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Track The Tropics has been the #1 source to track the tropics 24/7 since 2013! The main goal of the site is to bring all of the important links and graphics to ONE PLACE so you can keep up to date on any threats to land during the Atlantic Hurricane Season! Hurricane Season 2022 in the Atlantic starts on June 1st and ends on November 30th. Love Spaghetti Models? Well you've come to the right place!! Remember when you're preparing for a storm: Run from the water; hide from the wind!

Saffir-Simpson Hurricane Scale
Category Wind Speed Storm Surge
  mph ft
5 ≥157 >18
4 130–156 13–18
3 111–129 9–12
2 96–110 6–8
1 74–95 4–5
Additional Classifications
Tropical Storm 39–73 0–3
Tropical Depression 0–38 0
The Saffir-Simpson Hurricane Scale is a classification used for most Western Hemisphere tropical cyclones that exceed the intensities of "tropical depressions" and "tropical storms", and thereby become hurricanes. Source: Intellicast

Hurricane Season 101

The official Atlantic Basin Hurricane Season runs from June 1st to November 30th. A tropical cyclone is a warm-core, low pressure system without any “front” attached. It develops over tropical or subtropical waters, and has an organized circulation. Depending upon location, tropical cyclones have different names around the world. The Tropical Cyclones we track in the Atlantic basin are called Tropical Depressions, Tropical Storms and Hurricanes! Atlantic Basin Tropical Cyclones are classified as follows: Tropical Depression: Organized system of clouds and thunderstorms with defined surface circulation and max sustained winds of 38 mph or less. Tropical Storm: Organized system of strong thunderstorms with a defined surface circulation and maximum sustained winds of 39-73 mph. Hurricane: Intense tropical weather system of strong thunderstorms with a well-defined surface circulation. A Hurricane has max sustained winds of 74 mph or higher!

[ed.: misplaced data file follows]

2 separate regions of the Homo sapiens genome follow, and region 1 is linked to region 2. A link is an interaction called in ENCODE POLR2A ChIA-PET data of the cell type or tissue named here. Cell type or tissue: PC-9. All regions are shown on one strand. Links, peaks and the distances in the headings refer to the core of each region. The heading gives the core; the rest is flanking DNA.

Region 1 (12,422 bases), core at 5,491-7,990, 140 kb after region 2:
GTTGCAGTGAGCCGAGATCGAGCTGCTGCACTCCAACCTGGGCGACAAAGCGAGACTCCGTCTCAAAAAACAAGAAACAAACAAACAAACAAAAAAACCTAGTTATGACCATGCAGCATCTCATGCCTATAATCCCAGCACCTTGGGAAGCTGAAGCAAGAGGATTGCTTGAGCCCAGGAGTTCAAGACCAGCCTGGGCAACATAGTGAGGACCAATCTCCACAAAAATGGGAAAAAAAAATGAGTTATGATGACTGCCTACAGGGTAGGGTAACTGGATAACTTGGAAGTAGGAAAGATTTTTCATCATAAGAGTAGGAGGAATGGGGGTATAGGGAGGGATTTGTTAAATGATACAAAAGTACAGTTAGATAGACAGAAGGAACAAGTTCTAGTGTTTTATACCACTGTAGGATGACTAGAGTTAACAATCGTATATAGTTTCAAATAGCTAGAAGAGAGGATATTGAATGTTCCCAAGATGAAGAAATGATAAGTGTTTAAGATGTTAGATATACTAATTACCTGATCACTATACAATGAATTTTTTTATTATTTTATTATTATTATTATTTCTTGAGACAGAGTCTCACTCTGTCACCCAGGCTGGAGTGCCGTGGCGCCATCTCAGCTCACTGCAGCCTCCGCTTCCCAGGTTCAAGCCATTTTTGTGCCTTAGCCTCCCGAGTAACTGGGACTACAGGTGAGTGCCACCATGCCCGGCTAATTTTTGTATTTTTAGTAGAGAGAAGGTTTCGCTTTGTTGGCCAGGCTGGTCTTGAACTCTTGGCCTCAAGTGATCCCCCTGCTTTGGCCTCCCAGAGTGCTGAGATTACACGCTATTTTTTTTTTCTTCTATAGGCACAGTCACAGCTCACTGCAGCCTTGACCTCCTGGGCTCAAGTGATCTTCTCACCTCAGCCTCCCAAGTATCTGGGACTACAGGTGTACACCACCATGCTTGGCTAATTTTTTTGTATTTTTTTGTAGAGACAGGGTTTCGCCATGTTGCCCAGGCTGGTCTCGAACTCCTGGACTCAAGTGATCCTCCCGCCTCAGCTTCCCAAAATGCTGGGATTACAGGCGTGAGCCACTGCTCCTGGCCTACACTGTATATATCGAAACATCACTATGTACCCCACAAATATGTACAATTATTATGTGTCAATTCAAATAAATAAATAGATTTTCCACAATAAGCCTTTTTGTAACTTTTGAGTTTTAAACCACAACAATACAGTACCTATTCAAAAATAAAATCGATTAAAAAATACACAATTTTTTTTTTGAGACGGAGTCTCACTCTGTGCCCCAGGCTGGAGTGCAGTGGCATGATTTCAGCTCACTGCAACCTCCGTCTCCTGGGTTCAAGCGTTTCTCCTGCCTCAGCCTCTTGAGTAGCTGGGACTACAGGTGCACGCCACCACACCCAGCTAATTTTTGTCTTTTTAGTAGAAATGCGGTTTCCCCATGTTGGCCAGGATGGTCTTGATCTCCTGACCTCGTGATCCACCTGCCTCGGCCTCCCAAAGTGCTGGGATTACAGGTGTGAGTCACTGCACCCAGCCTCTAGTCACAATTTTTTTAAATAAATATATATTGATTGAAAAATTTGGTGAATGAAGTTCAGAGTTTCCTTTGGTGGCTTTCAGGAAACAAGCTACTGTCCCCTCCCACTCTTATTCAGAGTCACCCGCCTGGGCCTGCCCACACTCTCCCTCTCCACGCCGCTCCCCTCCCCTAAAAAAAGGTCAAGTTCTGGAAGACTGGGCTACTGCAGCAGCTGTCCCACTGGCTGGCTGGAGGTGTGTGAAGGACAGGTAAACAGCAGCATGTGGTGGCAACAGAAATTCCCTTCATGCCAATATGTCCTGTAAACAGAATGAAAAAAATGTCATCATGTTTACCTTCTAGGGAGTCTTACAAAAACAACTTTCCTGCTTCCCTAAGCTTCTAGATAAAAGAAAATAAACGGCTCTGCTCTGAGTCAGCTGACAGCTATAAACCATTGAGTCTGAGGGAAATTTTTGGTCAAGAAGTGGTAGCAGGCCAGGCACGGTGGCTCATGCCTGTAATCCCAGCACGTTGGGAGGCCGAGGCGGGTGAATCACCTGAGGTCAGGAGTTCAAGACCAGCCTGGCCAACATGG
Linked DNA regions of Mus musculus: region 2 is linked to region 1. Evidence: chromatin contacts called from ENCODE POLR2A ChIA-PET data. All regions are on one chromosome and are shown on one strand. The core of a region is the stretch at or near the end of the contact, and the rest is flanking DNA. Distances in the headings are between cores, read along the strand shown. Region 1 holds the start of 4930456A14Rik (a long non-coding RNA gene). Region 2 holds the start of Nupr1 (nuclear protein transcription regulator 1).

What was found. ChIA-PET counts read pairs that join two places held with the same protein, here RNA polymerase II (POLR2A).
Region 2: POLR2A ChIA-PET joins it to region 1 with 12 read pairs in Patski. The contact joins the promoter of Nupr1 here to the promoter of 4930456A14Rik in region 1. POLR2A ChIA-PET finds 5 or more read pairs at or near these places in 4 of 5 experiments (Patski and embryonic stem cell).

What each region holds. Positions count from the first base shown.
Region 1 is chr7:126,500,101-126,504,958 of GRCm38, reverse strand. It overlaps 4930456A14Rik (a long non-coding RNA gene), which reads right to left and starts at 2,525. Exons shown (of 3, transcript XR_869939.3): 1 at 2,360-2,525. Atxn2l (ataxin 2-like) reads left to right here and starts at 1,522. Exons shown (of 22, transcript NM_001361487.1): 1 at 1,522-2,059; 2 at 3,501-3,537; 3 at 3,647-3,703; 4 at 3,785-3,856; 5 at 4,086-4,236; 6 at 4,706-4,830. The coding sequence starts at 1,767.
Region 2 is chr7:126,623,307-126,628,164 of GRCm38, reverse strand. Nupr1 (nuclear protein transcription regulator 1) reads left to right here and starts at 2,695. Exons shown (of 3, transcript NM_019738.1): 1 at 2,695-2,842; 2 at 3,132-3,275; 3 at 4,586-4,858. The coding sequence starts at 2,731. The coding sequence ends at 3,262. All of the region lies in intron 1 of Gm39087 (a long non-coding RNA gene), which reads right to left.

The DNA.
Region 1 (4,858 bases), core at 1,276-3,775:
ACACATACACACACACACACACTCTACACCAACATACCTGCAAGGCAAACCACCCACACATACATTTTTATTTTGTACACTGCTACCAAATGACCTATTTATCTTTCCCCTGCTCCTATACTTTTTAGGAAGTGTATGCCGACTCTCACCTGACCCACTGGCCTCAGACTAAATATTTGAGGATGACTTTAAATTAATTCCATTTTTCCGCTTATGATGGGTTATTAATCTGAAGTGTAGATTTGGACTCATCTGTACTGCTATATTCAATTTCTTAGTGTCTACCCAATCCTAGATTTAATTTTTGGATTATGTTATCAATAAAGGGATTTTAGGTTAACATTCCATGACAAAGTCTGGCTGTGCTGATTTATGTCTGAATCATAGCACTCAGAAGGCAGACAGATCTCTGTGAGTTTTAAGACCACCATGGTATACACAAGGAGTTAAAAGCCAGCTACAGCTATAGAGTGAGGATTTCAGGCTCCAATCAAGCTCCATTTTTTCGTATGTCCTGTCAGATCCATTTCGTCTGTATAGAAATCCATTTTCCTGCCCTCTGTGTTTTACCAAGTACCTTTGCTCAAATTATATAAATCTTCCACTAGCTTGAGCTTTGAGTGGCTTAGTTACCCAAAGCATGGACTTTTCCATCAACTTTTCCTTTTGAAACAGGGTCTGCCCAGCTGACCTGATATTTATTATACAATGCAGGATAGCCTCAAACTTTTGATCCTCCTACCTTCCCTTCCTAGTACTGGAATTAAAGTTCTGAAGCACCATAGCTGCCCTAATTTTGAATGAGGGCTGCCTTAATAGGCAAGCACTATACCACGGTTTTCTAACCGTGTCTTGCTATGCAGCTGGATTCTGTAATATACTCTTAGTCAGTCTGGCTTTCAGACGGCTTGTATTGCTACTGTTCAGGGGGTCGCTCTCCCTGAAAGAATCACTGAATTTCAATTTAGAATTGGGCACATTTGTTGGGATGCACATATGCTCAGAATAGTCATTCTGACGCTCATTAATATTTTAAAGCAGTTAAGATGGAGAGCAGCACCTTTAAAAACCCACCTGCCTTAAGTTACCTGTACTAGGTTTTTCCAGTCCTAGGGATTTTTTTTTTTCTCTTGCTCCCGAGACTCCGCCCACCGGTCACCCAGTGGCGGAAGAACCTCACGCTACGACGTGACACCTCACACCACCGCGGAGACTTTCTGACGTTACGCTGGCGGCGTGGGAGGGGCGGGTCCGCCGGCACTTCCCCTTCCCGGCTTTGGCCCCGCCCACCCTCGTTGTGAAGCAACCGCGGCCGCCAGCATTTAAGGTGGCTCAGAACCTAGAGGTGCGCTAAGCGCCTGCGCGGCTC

The difference between Tropical Storm and Hurricane Watches, Warnings, Advisories and Outlooks

Warnings:Listen closely to instructions from local officials on TV, radio, cell phones or other computers for instructions from local officials.Evacuate immediately if told to do so.
  • Storm Surge Warning: There is a danger of life-threatening inundation from rising water moving inland from the shoreline somewhere within the specified area. This is generally within 36 hours. If you are under a storm surge warning, check for evacuation orders from your local officials.